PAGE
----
Black Witch Magic
Black Witch Magic is a paranormal romance that follows a cursed witch unlucky in love, an intrepid paranormal investigator, and a small town haunted by a menace. It has an entertaining premise and a gorgeous cover, but ultimately is a boring read with little to recommend it.
Selene Blackstone is a lunar witch living in a small town called Brimrock, who works at the local library. She’s cursed to be stuck in the town her whole life, and also has terrible luck with dating. Selene has a close friend in fellow witch Noelle, but no close family, and she is the last remaining Blackstone witch. The townspeople antagonize her, as they believe local lore that villainizes Blackstones, witch or not. Selene is pretty much resigned to spending her life in a town that despises her, with few friends and fewer prospects, until she meets Aiden.
Aiden O’Hare is part of a paranormal investigation team for a small TV show in which he plays the role of the skeptic. Aiden doesn’t believe in ghosts, vampires, or witches. He comes with his work partner to visit Brimrock for Christmas, determined to unlock the mysteries of the Blackstone legend for their viewers, and debunk the myth. But when he meets Selene, sparks fly and both of them have to decide where their loyalties lie.
I loved the premise of this book: witches, curses, romance, small towns, it’s got great bones. The cover is also beautiful, hinting at a spooky romance. However, everything pretty much goes downhill from there. The writing is not great, and there is way too much exposition, not just at the beginning of the book, but throughout the whole story. None of the characters are well-defined; they all just seem to be written around the plot. There are also way too many characters for the reader to reasonably keep straight without clear characterization, and Selene and Aiden just feel like caricatures of awkward millennials rather than actual people. I really wanted to enjoy this book because the premise seemed so fun and engaging, but I was just so incredibly bored throughout. It is legitimately a chore to read.
One of the biggest issues with the book is that it is far too long for the plot. The conflict is minimal and so poorly established that the story drags for the vast majority of it, and it’s so thin that even Selene expresses disbelief at one point! The end is supposed to feel triumphant and exciting, but it really doesn’t. There are also moments that felt tacitly anti-Semetic, like the fact that most of the townspeople who hate Selene have Jewish-sounding last names. Not to say that Jewish characters can never be villainous, but Selene’s boss Miriam is a control freak who is out to get Selene, constantly overworking her, and sabotaging her. Obviously, it’s impossible to know if that was intended by the author, but she does come across as the stereotype of the puppet-master and overbearing middle-aged Jewish woman. Almost everyone who is prejudiced against Selene is white, but the racial aspect of the town’s hatred for her is never really explored.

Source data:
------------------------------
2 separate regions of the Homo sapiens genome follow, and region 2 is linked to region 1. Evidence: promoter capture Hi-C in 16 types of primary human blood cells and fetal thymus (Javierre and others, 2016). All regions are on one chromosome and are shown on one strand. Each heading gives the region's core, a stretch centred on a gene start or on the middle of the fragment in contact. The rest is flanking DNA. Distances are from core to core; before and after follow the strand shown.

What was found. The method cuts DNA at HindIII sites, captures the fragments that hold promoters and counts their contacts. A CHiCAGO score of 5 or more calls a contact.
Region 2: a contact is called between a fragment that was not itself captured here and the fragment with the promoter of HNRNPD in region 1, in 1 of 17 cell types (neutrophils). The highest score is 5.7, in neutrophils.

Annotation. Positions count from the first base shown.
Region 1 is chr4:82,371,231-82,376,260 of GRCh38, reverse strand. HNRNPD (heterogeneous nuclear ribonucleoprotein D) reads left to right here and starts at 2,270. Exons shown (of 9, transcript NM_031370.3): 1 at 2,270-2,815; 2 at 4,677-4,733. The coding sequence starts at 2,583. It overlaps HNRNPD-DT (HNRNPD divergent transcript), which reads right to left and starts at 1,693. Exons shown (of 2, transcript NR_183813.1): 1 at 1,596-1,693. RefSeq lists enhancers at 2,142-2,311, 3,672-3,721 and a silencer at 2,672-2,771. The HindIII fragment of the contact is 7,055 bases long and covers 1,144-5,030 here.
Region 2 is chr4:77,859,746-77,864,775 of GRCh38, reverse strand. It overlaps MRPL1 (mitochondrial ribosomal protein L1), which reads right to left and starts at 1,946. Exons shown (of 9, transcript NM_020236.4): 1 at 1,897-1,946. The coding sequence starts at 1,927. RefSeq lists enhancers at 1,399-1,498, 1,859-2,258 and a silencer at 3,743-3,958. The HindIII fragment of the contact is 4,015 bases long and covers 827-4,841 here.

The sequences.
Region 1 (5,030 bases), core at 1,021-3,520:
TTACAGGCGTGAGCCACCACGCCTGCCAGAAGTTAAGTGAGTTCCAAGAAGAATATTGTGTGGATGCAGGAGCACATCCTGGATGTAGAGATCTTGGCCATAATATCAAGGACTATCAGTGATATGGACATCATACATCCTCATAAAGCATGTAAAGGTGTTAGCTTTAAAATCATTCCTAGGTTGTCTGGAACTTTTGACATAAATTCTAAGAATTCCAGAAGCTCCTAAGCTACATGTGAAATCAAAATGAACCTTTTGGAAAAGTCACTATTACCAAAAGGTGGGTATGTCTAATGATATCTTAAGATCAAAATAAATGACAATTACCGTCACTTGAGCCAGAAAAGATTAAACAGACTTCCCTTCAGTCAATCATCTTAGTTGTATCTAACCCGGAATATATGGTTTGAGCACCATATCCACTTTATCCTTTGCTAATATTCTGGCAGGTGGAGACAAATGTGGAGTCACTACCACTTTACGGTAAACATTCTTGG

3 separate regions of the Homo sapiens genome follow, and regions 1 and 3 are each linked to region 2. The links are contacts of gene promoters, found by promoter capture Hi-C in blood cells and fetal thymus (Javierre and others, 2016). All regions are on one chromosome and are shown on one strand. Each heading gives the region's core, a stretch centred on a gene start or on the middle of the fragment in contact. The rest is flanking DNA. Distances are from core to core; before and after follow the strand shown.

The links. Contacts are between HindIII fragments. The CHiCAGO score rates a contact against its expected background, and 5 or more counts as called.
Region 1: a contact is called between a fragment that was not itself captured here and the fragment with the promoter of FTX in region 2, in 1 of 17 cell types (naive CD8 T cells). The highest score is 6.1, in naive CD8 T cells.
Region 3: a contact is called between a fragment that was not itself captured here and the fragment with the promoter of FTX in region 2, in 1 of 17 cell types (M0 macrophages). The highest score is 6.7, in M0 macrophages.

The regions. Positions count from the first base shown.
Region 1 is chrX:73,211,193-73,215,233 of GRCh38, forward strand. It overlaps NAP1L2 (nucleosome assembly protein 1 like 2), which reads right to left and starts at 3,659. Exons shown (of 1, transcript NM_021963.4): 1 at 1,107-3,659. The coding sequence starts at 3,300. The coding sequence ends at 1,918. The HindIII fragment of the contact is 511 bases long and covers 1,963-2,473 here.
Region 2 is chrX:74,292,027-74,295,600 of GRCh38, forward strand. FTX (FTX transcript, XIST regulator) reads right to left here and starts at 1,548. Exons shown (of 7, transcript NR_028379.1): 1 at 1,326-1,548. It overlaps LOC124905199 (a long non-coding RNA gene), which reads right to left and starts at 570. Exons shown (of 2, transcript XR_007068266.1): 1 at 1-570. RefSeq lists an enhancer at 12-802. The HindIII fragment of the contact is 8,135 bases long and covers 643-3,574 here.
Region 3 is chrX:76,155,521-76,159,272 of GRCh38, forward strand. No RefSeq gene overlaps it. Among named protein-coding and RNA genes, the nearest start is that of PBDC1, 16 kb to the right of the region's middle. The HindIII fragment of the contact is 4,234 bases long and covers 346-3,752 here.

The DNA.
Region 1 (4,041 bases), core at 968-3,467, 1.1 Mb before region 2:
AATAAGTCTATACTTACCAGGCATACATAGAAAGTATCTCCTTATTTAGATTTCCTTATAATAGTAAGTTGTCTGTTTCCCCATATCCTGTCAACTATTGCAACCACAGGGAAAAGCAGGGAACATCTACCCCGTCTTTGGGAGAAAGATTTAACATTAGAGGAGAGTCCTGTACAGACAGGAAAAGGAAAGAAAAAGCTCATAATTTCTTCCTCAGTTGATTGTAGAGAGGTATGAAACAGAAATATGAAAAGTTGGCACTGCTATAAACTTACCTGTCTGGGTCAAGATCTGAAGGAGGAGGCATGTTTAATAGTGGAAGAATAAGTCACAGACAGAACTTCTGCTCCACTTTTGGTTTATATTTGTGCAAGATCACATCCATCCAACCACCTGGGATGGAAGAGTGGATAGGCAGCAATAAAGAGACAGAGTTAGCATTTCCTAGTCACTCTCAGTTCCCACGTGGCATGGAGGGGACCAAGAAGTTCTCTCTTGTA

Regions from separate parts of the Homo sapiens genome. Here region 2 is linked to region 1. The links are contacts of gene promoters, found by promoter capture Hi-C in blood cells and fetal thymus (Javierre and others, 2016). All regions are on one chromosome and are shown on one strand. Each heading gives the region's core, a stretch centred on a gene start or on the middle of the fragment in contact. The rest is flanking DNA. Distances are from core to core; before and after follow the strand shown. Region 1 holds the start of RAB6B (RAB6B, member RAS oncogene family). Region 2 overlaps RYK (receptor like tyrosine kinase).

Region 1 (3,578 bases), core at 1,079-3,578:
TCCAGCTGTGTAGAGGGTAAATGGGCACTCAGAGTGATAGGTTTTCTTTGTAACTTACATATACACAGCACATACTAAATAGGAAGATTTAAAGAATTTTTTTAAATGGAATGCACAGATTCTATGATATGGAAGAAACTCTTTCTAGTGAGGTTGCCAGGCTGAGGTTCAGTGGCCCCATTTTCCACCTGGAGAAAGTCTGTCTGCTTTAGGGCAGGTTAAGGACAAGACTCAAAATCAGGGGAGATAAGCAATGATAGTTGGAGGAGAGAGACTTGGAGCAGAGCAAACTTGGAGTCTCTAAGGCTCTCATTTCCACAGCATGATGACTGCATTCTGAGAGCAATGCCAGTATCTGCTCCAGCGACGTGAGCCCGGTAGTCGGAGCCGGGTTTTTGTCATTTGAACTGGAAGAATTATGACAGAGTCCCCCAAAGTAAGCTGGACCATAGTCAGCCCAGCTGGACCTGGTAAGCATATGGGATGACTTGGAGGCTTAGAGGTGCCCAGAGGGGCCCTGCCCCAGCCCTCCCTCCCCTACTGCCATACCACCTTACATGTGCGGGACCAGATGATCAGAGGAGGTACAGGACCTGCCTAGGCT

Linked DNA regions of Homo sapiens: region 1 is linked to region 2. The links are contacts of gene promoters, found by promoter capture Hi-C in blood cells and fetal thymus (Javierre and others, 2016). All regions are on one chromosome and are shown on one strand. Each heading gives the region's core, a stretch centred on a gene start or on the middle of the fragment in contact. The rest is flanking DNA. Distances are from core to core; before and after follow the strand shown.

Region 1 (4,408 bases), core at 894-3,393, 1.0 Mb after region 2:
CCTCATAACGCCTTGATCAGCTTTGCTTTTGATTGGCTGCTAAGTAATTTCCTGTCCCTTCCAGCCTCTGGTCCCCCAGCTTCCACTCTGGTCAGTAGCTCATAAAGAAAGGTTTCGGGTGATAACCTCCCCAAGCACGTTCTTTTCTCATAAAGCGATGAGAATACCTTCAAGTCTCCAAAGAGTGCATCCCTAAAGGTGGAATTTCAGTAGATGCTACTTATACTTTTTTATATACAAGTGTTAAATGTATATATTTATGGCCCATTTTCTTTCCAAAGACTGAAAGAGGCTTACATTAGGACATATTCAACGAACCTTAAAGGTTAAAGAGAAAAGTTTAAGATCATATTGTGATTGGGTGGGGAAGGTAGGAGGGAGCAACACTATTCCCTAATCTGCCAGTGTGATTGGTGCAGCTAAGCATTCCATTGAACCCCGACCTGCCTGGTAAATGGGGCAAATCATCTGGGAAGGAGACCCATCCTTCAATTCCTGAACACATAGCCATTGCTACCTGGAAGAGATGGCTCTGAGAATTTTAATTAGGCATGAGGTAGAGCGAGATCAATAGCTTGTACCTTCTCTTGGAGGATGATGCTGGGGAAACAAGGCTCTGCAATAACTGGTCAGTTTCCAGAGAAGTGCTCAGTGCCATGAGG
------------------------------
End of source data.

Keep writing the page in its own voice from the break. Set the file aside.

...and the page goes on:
There is one other huge problem with the book, which is a serious issue because it’s supposed to be the first in a series: the world-building is pretty much non-existent. A good fantasy or science fiction book does need a certain amount of scene-setting so that the reader understands the world. This could have easily been inserted into the story, as one of the characters knows nothing about the world of the supernatural, and an explanation would not have felt clunky or too expository. Obviously, a first book doesn’t cover everything, but a lot of the fun of reading a new paranormal series is figuring out the rules of the universe and how magic functions. This book basically ignores those mechanics and gives lackluster, half-assed explanations.
While Black Witch Magic initially looks exciting, it’s not worth the effort. It is only saved from an F because I laughed a couple of times while reading.